The only consistent element in all these IDs is the end card, which features a massive Fuel logo as well a line of type that can be used to title or to tag the piece.
Fuel TV is the only 24/7 action sports cable and satellite network in the U.S. Brand New School designed the station’s on-air identity as well as this series of station identifiers.
These are the pieces:
This station ID follows a mysterious superhero skating through an urban landscape. Every time he jumps or touches the ground, fluid, colorful shapes come out of his board, flow around his body or project on the walls. He slides on invisible rails, he jumps through fire, he teleports, he seems to be everywhere at the same time. To produce this moody piece inspired by Manga videos, director Jens Gehlhaar filmed Chocolate rider Scott Johnston with two 24P cameras on location in Los Angeles, and added 3D- and cel-animated graphics in post.
Inspired by Seventies airbrush art on surfboards, the sides of vans and rock album covers, director Jonathan Notaro conceived this magic wonderland where eagles fly over ancient landscapes, bikes exhaust beautiful paint, where unicorns gallop over fire-engulfed swords and skaters ride the edge of a rainbow. The piece was produced with a mix of live action, 3D and lots of digital airbrushing. It also had the team at Fuel TV going frame by frame through the mountain ranges of naked girls on the quest for body parts that are not included in their voluntary broadcast standards.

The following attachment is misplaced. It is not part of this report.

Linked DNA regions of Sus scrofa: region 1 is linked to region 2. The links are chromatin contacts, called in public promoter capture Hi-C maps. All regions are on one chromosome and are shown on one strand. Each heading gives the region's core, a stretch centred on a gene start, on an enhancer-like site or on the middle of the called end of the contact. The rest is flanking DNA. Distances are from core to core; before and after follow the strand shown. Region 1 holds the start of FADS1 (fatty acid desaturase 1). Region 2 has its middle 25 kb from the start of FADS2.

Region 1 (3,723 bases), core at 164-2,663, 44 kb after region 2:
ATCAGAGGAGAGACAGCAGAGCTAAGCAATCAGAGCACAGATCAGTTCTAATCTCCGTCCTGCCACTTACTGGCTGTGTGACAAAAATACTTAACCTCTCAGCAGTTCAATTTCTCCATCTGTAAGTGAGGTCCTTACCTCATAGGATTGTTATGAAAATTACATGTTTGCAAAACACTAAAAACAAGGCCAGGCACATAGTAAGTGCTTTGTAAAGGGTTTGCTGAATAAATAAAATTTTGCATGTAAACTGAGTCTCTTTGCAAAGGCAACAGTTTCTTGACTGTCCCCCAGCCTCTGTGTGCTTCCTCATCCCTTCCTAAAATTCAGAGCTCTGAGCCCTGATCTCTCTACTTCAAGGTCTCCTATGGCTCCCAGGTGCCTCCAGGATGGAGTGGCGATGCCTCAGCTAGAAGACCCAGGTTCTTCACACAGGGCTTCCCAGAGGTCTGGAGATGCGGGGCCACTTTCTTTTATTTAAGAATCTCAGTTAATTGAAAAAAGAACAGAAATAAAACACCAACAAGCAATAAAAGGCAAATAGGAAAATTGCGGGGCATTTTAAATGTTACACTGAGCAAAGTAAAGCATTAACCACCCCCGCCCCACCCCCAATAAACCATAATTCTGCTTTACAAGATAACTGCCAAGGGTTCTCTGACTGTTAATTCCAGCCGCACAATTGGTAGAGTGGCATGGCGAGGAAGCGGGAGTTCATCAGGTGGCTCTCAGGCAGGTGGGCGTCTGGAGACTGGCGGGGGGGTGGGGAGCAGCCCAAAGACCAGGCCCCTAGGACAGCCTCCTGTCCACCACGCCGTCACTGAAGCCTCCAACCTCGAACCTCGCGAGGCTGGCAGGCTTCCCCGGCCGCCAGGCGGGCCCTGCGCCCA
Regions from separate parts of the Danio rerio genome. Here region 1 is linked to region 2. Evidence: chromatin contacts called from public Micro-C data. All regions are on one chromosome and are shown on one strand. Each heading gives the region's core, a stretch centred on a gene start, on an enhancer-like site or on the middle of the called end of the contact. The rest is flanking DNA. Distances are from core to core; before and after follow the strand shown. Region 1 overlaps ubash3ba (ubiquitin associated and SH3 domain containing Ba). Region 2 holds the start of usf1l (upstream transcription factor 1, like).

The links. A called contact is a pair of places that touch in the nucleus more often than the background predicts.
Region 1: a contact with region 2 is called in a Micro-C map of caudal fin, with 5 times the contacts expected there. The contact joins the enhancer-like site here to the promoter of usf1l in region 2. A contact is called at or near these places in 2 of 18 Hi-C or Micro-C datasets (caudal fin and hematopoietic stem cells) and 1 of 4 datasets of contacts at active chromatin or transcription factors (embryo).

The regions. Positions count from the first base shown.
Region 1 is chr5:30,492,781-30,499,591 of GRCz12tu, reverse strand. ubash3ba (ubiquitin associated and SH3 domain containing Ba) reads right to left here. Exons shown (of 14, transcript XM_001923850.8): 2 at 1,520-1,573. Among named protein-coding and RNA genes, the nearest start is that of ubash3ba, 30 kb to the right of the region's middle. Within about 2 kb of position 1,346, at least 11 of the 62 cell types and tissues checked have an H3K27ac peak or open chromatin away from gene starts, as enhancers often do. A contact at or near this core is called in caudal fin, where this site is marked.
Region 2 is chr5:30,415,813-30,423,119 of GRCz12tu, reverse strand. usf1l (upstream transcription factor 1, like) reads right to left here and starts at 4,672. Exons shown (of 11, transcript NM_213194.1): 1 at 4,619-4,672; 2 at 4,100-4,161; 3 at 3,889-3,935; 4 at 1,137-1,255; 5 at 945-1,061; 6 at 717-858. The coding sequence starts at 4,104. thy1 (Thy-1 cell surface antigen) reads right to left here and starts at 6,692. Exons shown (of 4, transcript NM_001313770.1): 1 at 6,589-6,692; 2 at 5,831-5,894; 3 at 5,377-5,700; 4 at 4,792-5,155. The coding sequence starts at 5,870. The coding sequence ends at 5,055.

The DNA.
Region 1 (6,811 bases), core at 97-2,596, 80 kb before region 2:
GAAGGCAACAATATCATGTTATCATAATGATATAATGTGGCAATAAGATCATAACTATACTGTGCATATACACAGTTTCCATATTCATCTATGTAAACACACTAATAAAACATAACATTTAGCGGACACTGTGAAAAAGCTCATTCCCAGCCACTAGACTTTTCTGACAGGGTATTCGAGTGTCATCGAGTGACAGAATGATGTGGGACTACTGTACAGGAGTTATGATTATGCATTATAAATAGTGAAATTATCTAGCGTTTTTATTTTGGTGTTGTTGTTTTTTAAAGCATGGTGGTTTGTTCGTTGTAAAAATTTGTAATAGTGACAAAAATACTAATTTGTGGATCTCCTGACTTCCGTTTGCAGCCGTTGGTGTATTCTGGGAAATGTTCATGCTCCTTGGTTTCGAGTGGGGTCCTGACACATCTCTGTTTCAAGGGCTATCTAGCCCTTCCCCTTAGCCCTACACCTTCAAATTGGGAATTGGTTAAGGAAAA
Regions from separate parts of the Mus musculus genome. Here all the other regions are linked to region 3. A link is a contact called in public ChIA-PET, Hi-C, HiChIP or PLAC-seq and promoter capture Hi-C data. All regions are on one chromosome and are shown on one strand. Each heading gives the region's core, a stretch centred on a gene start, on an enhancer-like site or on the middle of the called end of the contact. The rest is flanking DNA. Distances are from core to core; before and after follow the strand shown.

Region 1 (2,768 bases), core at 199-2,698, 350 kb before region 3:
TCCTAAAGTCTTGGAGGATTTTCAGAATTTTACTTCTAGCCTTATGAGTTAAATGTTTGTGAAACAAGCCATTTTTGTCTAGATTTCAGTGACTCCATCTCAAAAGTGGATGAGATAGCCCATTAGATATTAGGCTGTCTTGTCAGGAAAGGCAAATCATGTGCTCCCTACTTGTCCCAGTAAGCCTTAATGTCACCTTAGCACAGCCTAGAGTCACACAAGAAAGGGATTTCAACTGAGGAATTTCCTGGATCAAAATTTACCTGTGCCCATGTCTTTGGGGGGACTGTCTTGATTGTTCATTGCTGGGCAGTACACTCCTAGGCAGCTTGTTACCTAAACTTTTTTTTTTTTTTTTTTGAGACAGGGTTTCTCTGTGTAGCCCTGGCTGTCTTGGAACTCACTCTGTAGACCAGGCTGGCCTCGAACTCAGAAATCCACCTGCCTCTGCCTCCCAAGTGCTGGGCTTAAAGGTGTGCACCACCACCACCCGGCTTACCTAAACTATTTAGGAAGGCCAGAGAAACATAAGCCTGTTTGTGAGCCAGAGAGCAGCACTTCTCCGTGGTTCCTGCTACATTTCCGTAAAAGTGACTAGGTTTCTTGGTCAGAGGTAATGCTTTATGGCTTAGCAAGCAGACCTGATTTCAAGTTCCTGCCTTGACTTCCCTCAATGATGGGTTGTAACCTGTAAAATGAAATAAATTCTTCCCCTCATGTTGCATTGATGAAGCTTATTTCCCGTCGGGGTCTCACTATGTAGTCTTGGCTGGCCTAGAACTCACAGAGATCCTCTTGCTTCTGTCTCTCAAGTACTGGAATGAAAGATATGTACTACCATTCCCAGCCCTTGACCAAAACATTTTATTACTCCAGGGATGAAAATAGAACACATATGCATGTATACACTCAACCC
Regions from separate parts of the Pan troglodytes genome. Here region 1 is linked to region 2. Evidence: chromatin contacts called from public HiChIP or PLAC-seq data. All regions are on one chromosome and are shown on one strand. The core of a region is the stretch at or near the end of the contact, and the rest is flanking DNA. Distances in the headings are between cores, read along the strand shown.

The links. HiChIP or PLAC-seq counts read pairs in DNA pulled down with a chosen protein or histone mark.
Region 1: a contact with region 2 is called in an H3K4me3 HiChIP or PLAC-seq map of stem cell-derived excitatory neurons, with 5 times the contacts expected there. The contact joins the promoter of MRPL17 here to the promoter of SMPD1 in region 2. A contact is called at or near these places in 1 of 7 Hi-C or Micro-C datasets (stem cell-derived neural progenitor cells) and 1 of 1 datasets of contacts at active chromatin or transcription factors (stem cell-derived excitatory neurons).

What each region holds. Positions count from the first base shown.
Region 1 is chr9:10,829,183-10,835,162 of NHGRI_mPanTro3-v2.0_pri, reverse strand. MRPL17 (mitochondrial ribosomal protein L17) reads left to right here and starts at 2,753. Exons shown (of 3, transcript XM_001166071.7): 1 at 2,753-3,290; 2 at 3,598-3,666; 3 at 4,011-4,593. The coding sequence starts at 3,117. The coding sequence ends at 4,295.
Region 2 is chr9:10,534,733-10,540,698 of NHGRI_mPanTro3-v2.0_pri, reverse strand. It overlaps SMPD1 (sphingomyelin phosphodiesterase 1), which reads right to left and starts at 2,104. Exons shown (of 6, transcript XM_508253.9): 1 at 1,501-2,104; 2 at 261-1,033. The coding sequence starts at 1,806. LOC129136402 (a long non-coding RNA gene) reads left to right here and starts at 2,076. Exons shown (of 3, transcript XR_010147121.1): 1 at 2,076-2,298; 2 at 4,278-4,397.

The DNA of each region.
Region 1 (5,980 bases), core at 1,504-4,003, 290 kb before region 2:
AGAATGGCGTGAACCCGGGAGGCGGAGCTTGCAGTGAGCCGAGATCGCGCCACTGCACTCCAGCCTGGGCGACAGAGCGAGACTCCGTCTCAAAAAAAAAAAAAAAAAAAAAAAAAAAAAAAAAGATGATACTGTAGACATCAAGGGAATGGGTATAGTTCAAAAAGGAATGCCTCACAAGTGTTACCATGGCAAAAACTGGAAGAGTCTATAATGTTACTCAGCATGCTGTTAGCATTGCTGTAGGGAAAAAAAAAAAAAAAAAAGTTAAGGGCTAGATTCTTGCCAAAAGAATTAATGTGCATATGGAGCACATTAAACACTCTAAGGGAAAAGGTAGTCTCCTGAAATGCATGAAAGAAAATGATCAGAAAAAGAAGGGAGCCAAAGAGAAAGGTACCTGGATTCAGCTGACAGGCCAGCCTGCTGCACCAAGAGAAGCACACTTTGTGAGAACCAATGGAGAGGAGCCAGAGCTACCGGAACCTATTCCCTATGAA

This parody of a late-night informercial finds amazing coincidences between a style guide of Motocross tricks and the Indian Kamasutra book describing sexual positions. The story around this hilarious hybrid is set in an Indian bedroom, and features an Indian host named Harshal Moto who tries to push a video called “Motosutra” on the audience. Harshal is accompanied by a pretty blonde and her ignorant boyfriend who practices positions half-naked on a stationary motorbike. Cut into his sales pitch are testimonials by satisfied customers. The spot was shot with two video cameras on a sound stage.